ALLEN COUNTY, IN - The Allen County commissioners plan to renew efforts to test GPS trackers in county cars, more than a year after announcing similar plans, according to The Journal Gazette.  

The commissioners sent a letter to all department heads and elected officials asking for volunteers to use the trackers in county-fleet vehicles. They hope the trackers can reduce fuel consumption.

They also ordered purchasing director Bill Greer to study whether using the trackers makes sense for the county and what type should be used. A committee of county employees will help collect and analyze the test results, evaluate GPS products and make a recommendation to the commissioners, spokesman Mike Green said.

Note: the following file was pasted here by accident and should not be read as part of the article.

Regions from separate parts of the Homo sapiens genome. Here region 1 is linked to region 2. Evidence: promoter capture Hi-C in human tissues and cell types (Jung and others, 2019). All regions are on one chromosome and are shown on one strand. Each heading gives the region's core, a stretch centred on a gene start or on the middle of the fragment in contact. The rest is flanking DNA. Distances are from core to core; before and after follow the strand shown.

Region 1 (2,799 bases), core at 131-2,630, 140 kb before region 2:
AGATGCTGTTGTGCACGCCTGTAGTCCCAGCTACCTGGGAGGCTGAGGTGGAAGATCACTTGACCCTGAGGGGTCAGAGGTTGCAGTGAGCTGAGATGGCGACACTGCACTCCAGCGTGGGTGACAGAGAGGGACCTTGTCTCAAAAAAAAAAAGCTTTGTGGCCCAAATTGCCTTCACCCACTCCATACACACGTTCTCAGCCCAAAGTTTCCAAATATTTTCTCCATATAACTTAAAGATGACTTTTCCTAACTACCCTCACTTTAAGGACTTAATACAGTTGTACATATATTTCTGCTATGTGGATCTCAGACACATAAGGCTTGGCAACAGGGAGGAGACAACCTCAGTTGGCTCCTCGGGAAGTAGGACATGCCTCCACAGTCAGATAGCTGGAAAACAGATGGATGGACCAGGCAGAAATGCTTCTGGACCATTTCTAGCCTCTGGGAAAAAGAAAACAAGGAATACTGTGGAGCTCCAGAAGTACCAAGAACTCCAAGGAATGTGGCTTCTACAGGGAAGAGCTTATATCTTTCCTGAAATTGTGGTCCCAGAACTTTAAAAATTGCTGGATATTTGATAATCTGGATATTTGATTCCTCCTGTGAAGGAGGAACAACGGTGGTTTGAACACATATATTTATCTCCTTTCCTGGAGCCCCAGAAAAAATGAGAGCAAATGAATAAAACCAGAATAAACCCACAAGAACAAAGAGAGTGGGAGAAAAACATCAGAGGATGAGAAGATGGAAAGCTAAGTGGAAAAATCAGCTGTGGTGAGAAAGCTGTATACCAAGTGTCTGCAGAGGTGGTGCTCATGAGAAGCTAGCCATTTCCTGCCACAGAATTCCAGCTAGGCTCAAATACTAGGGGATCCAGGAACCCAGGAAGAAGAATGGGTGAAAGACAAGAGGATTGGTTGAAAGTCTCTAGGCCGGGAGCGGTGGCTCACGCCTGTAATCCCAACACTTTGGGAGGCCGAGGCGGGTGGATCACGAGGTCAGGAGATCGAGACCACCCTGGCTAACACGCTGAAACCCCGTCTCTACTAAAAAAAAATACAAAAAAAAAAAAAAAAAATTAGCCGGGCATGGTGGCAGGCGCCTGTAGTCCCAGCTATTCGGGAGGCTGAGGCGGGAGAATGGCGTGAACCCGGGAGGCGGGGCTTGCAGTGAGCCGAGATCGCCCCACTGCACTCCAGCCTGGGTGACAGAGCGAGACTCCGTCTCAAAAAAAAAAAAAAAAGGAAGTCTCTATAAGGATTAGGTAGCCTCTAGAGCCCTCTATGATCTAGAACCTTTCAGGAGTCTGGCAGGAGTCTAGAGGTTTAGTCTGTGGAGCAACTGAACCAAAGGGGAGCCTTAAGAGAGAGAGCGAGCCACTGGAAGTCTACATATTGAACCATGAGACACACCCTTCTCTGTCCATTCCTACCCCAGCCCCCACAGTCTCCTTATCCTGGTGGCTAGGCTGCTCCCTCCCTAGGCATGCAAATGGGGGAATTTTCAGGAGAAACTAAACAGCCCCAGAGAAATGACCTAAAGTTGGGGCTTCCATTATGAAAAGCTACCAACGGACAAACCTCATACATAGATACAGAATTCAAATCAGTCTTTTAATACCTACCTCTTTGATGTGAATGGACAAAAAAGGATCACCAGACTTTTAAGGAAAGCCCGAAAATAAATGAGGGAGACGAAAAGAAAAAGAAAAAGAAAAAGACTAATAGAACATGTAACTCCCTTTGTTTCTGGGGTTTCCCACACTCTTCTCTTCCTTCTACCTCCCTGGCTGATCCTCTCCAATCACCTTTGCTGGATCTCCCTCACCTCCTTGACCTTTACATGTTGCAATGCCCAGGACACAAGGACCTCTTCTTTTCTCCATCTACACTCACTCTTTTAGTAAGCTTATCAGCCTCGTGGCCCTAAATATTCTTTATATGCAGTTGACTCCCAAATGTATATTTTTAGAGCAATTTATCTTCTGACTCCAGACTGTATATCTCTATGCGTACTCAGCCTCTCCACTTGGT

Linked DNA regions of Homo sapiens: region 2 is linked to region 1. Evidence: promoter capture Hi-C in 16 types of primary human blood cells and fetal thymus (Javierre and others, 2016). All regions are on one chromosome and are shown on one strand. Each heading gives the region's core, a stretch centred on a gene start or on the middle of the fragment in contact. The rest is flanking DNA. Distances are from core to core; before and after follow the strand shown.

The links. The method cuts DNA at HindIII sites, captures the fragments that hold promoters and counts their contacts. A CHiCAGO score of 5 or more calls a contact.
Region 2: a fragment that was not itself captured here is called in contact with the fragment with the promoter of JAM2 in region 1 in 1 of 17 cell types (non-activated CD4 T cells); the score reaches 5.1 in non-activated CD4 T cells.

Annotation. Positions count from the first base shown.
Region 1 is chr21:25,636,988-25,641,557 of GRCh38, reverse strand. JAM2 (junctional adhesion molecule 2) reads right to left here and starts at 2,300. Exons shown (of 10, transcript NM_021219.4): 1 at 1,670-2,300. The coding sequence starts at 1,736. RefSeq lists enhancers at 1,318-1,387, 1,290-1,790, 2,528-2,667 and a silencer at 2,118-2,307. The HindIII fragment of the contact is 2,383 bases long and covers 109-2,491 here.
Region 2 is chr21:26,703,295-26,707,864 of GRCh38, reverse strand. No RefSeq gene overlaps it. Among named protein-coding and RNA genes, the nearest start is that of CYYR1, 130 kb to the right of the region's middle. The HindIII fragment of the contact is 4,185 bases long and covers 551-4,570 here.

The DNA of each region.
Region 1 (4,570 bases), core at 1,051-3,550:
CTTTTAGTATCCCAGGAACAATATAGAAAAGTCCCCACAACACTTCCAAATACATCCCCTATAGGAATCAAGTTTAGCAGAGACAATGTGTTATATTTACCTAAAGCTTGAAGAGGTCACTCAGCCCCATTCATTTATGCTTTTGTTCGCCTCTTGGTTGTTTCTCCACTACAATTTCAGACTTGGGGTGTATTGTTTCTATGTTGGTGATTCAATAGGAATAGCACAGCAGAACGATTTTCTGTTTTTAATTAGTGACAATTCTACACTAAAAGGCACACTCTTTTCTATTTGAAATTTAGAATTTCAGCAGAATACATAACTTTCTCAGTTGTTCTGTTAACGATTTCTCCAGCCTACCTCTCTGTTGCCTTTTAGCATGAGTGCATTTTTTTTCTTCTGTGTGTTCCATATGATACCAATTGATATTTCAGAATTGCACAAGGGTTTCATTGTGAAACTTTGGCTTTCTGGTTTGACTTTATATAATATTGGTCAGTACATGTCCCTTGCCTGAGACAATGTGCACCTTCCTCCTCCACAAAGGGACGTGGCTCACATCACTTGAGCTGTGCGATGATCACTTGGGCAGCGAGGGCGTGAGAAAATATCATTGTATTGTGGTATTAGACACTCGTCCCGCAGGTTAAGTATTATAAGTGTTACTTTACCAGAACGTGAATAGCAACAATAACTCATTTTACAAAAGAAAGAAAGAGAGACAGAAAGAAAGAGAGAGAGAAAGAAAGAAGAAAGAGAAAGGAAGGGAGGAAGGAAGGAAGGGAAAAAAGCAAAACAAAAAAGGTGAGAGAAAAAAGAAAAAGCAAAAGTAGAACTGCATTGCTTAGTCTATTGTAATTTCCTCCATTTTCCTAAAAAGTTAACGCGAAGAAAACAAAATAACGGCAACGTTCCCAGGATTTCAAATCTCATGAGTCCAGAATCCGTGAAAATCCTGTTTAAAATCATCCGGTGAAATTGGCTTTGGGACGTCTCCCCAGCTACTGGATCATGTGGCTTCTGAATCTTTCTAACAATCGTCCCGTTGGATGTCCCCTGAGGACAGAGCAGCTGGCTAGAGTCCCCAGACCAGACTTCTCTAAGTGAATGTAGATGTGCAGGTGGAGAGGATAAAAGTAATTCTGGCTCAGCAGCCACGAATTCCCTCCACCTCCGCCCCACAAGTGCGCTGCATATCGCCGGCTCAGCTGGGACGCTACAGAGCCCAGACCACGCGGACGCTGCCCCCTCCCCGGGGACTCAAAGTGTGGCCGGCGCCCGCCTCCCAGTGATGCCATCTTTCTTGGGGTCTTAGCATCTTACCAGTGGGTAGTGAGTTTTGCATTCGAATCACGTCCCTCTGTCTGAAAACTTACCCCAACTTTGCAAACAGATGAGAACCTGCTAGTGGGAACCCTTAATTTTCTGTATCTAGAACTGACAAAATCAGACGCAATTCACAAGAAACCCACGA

Although gasoline prices are relatively low today, there’s no assurance prices will stay that way. Reducing travel and fuel use is the best way to keep costs down, Green said.

In 2008, the county spent $2.1 million on fuel and other petroleum products compared with $1.7 million in 2007.

Committee members haven’t been chosen, and it’s unclear how many fleet vehicles would be involved in the test, which will likely last several months. The potential cost for the project is unknown, but the commissioners agreed to pay for it, Green said.

Studying the use of GPS trackers is something the commissioners have wanted to do for some time, Green said.

In 2007, the County Council set aside $500,000 to pay for GPS trackers. The commissioners announced that year that they would install trackers in six vehicles for a two-month trial.

Although the devices were installed, no data were ever collected before Bruce Little retired as purchasing director. This study will likely be longer and include a broader range of technologies, Green said.

Little’s effort stemmed from changes to the county’s vehicle policy, which further restricted who is eligible to drive county take-home cars and required cars be marked with the county emblem. The commissioners approved those changes in May 2007.